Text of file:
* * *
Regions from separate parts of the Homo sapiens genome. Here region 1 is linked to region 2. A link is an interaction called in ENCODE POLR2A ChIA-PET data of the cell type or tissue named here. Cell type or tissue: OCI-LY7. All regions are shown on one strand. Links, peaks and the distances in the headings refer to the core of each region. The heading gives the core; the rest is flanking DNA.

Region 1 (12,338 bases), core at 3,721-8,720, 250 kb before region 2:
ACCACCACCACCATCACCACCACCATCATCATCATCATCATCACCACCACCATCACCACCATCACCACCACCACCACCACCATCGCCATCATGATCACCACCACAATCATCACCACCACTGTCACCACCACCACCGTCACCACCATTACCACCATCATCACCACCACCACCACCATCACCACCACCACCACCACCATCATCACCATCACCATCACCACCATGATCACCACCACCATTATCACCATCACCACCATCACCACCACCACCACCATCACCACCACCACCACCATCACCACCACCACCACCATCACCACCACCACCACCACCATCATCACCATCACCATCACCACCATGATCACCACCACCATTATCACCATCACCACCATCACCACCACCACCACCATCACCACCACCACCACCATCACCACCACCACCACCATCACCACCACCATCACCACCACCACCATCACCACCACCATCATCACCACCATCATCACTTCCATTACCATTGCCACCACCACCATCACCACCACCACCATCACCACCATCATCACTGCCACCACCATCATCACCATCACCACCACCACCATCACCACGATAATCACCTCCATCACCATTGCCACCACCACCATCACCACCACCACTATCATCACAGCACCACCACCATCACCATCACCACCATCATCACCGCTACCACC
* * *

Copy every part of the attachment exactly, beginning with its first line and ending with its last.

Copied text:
Regions from separate parts of the Homo sapiens genome. Here region 1 is linked to region 2. A link is an interaction called in ENCODE POLR2A ChIA-PET data of the cell type or tissue named here. Cell type or tissue: OCI-LY7. All regions are shown on one strand. Links, peaks and the distances in the headings refer to the core of each region. The heading gives the core; the rest is flanking DNA.

Region 1 (12,338 bases), core at 3,721-8,720, 250 kb before region 2:
ACCACCACCACCATCACCACCACCATCATCATCATCATCATCACCACCACCATCACCACCATCACCACCACCACCACCACCATCGCCATCATGATCACCACCACAATCATCACCACCACTGTCACCACCACCACCGTCACCACCATTACCACCATCATCACCACCACCACCACCATCACCACCACCACCACCACCATCATCACCATCACCATCACCACCATGATCACCACCACCATTATCACCATCACCACCATCACCACCACCACCACCATCACCACCACCACCACCATCACCACCACCACCACCATCACCACCACCACCACCACCATCATCACCATCACCATCACCACCATGATCACCACCACCATTATCACCATCACCACCATCACCACCACCACCACCATCACCACCACCACCACCATCACCACCACCACCACCATCACCACCACCATCACCACCACCACCATCACCACCACCATCATCACCACCATCATCACTTCCATTACCATTGCCACCACCACCATCACCACCACCACCATCACCACCATCATCACTGCCACCACCATCATCACCATCACCACCACCACCATCACCACGATAATCACCTCCATCACCATTGCCACCACCACCATCACCACCACCACTATCATCACAGCACCACCACCATCACCATCACCACCATCATCACCGCTACCACC